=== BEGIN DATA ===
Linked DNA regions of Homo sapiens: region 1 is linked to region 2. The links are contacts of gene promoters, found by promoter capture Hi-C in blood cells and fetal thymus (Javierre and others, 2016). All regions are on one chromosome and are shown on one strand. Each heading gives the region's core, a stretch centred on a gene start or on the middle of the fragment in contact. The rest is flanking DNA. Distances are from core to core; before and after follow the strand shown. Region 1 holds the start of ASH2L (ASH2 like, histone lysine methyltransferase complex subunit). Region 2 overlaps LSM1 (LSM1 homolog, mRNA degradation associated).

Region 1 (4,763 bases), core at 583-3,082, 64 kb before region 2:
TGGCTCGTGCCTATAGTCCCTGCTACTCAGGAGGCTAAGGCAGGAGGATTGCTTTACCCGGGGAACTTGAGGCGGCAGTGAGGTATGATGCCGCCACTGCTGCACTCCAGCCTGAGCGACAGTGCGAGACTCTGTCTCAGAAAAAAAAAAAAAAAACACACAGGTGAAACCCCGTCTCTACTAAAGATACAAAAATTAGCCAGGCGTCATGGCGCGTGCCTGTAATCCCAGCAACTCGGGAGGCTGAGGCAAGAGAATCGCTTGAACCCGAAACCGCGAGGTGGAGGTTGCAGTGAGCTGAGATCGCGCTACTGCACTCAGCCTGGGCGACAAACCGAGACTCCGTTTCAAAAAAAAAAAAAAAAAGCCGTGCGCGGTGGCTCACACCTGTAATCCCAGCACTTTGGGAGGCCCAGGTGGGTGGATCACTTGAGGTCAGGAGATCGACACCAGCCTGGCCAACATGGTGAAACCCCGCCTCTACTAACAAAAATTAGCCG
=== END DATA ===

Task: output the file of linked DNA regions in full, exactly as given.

Linked DNA regions of Homo sapiens: region 1 is linked to region 2. The links are contacts of gene promoters, found by promoter capture Hi-C in blood cells and fetal thymus (Javierre and others, 2016). All regions are on one chromosome and are shown on one strand. Each heading gives the region's core, a stretch centred on a gene start or on the middle of the fragment in contact. The rest is flanking DNA. Distances are from core to core; before and after follow the strand shown. Region 1 holds the start of ASH2L (ASH2 like, histone lysine methyltransferase complex subunit). Region 2 overlaps LSM1 (LSM1 homolog, mRNA degradation associated).

Region 1 (4,763 bases), core at 583-3,082, 64 kb before region 2:
TGGCTCGTGCCTATAGTCCCTGCTACTCAGGAGGCTAAGGCAGGAGGATTGCTTTACCCGGGGAACTTGAGGCGGCAGTGAGGTATGATGCCGCCACTGCTGCACTCCAGCCTGAGCGACAGTGCGAGACTCTGTCTCAGAAAAAAAAAAAAAAAACACACAGGTGAAACCCCGTCTCTACTAAAGATACAAAAATTAGCCAGGCGTCATGGCGCGTGCCTGTAATCCCAGCAACTCGGGAGGCTGAGGCAAGAGAATCGCTTGAACCCGAAACCGCGAGGTGGAGGTTGCAGTGAGCTGAGATCGCGCTACTGCACTCAGCCTGGGCGACAAACCGAGACTCCGTTTCAAAAAAAAAAAAAAAAAGCCGTGCGCGGTGGCTCACACCTGTAATCCCAGCACTTTGGGAGGCCCAGGTGGGTGGATCACTTGAGGTCAGGAGATCGACACCAGCCTGGCCAACATGGTGAAACCCCGCCTCTACTAACAAAAATTAGCCG